Part Two: Richard Week-by-Week (A Critique of the ‘Narrative of a Child Analysis’ and a Review of Melanie Klein's Work)

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(A CRITIQUE OF THE ‘NARRATIVE OF A CHILD ANALYSISAND A REVIEW OF MELANIE KLEIN'S WORK)

I wish to thank Mr Eric Rhode, Mrs Catherine Mack Smith and Mrs Margaret Williams for their help in the preparation and proofing of the text.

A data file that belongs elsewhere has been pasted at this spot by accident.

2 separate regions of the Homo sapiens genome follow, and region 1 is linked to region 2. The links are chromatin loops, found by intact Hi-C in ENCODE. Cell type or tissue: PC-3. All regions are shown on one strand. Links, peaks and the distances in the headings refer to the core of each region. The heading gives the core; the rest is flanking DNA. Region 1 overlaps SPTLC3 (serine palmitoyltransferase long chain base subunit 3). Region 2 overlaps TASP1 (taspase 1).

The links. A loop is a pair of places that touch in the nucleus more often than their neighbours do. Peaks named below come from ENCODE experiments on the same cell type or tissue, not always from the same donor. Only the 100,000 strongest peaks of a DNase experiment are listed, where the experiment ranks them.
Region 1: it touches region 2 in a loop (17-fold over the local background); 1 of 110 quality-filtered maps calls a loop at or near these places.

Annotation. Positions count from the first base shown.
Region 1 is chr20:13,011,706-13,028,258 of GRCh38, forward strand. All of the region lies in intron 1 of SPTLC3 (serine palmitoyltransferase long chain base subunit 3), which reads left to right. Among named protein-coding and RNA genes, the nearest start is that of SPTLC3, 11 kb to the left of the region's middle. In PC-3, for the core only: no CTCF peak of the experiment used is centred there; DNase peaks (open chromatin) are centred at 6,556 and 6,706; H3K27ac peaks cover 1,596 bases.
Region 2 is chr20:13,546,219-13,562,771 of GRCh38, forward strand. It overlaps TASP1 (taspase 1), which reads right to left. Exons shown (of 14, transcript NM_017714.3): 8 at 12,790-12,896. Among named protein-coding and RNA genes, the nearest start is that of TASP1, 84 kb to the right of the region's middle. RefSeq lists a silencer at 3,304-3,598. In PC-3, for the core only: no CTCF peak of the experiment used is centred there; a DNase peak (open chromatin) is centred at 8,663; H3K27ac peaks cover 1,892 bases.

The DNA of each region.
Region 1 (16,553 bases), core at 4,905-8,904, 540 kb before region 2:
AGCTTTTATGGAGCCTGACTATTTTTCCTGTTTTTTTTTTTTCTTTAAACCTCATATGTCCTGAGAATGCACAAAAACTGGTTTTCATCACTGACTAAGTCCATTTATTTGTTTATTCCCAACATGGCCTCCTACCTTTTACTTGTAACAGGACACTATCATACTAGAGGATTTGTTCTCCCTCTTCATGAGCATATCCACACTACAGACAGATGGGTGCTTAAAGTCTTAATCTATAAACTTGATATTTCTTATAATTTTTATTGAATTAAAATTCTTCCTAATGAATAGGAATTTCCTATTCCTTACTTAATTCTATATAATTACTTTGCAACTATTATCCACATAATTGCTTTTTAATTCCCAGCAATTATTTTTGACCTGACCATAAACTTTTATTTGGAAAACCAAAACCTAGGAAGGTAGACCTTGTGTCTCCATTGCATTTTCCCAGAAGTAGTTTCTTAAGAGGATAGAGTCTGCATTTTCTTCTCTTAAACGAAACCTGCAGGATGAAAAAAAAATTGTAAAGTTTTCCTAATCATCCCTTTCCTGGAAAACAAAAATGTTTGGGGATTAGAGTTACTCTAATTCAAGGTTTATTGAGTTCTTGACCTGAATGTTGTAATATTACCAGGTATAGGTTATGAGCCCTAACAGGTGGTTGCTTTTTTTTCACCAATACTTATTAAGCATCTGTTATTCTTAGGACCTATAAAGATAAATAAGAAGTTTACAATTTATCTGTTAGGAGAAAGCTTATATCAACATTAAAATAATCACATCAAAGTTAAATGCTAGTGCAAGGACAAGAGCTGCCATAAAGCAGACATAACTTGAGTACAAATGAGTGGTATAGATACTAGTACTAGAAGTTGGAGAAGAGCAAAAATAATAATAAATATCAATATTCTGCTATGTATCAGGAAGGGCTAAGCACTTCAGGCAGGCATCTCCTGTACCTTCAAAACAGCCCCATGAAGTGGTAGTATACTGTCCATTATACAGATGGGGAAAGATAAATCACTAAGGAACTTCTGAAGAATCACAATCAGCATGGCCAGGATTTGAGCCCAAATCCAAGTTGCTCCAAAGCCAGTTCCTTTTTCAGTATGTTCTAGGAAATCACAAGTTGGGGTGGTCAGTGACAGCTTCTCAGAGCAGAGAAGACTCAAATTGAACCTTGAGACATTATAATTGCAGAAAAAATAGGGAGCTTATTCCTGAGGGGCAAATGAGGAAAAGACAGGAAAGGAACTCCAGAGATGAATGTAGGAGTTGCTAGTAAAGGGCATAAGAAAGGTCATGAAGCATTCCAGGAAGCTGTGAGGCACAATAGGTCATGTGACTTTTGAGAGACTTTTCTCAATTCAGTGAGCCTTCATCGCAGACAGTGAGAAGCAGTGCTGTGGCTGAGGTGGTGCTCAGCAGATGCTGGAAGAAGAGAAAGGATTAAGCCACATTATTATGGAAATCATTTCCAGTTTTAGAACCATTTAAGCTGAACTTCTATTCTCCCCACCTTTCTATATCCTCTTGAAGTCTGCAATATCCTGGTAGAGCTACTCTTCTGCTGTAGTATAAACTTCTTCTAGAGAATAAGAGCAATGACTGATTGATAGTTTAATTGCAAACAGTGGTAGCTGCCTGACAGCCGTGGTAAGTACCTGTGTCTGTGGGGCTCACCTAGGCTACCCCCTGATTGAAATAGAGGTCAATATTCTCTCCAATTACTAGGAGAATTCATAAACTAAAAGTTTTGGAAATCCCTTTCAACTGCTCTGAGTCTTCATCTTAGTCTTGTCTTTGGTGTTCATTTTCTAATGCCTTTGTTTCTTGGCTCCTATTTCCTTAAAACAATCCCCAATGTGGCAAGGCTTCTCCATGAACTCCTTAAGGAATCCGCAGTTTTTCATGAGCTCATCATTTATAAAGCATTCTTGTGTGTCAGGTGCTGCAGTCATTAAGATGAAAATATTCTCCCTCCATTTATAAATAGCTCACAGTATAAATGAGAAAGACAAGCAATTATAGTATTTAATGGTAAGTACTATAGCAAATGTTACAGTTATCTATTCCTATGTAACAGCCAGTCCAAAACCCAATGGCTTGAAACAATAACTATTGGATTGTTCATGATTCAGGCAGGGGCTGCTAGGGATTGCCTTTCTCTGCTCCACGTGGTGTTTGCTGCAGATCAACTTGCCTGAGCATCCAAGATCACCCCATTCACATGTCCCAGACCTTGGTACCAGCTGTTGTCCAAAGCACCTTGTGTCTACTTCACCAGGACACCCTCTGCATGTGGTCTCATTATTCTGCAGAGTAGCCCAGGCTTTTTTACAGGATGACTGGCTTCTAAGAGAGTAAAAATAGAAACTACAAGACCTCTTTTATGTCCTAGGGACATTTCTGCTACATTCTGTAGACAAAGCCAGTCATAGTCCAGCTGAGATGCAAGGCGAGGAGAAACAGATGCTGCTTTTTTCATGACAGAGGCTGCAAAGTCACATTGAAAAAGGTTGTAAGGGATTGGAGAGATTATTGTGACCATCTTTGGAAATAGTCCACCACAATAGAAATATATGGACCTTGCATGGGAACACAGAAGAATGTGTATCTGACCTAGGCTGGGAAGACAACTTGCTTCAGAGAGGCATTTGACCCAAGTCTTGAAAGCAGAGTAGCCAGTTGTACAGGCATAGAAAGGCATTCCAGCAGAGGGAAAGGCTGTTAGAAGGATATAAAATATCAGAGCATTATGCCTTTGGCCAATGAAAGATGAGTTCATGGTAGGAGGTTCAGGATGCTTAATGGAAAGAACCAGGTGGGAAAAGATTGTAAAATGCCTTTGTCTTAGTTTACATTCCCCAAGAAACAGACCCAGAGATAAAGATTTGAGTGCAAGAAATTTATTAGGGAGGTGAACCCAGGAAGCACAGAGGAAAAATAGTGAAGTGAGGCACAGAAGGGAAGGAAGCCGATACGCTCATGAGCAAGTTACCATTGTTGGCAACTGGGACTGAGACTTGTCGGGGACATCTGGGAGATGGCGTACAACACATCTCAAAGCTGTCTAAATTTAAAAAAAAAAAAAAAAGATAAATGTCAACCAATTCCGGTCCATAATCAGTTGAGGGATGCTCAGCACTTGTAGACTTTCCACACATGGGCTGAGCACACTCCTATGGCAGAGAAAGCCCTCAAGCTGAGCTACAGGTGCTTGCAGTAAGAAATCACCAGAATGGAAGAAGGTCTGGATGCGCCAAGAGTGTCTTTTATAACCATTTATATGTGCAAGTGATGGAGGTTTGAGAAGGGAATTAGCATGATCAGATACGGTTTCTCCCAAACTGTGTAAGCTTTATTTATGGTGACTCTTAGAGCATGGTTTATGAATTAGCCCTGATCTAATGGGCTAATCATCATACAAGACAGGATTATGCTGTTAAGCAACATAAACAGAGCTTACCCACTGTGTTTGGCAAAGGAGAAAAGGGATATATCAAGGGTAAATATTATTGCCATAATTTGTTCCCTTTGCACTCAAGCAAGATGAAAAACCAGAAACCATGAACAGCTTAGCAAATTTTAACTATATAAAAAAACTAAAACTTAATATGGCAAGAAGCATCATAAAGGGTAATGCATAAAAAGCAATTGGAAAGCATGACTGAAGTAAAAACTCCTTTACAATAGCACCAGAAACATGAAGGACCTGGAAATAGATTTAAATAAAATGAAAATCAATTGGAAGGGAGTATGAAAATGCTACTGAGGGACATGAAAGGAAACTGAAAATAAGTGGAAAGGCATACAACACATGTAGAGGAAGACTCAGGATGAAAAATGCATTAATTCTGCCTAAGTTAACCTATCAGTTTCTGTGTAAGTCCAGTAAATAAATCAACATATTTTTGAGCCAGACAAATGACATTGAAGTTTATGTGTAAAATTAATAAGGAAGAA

Any systematic attempt to teach Melanie Klein's work runs almost immediately into difficulties that are the exact opposite of the problems facing one in teaching Freud. Where the theoretical tail wags the clinical dog with him, hardly any theoretical tail exists to be wagged with her. This is not immediately apparent because all her earlier work (until the paper on manic-depressive states, but really only taking a clear-cut line of departure with the 1946 paper on schizoid mechanisms) is couched in the theoretical language of Freud and Abraham, shifting from the terms of Libido and Topographic Theory to the new Structural one.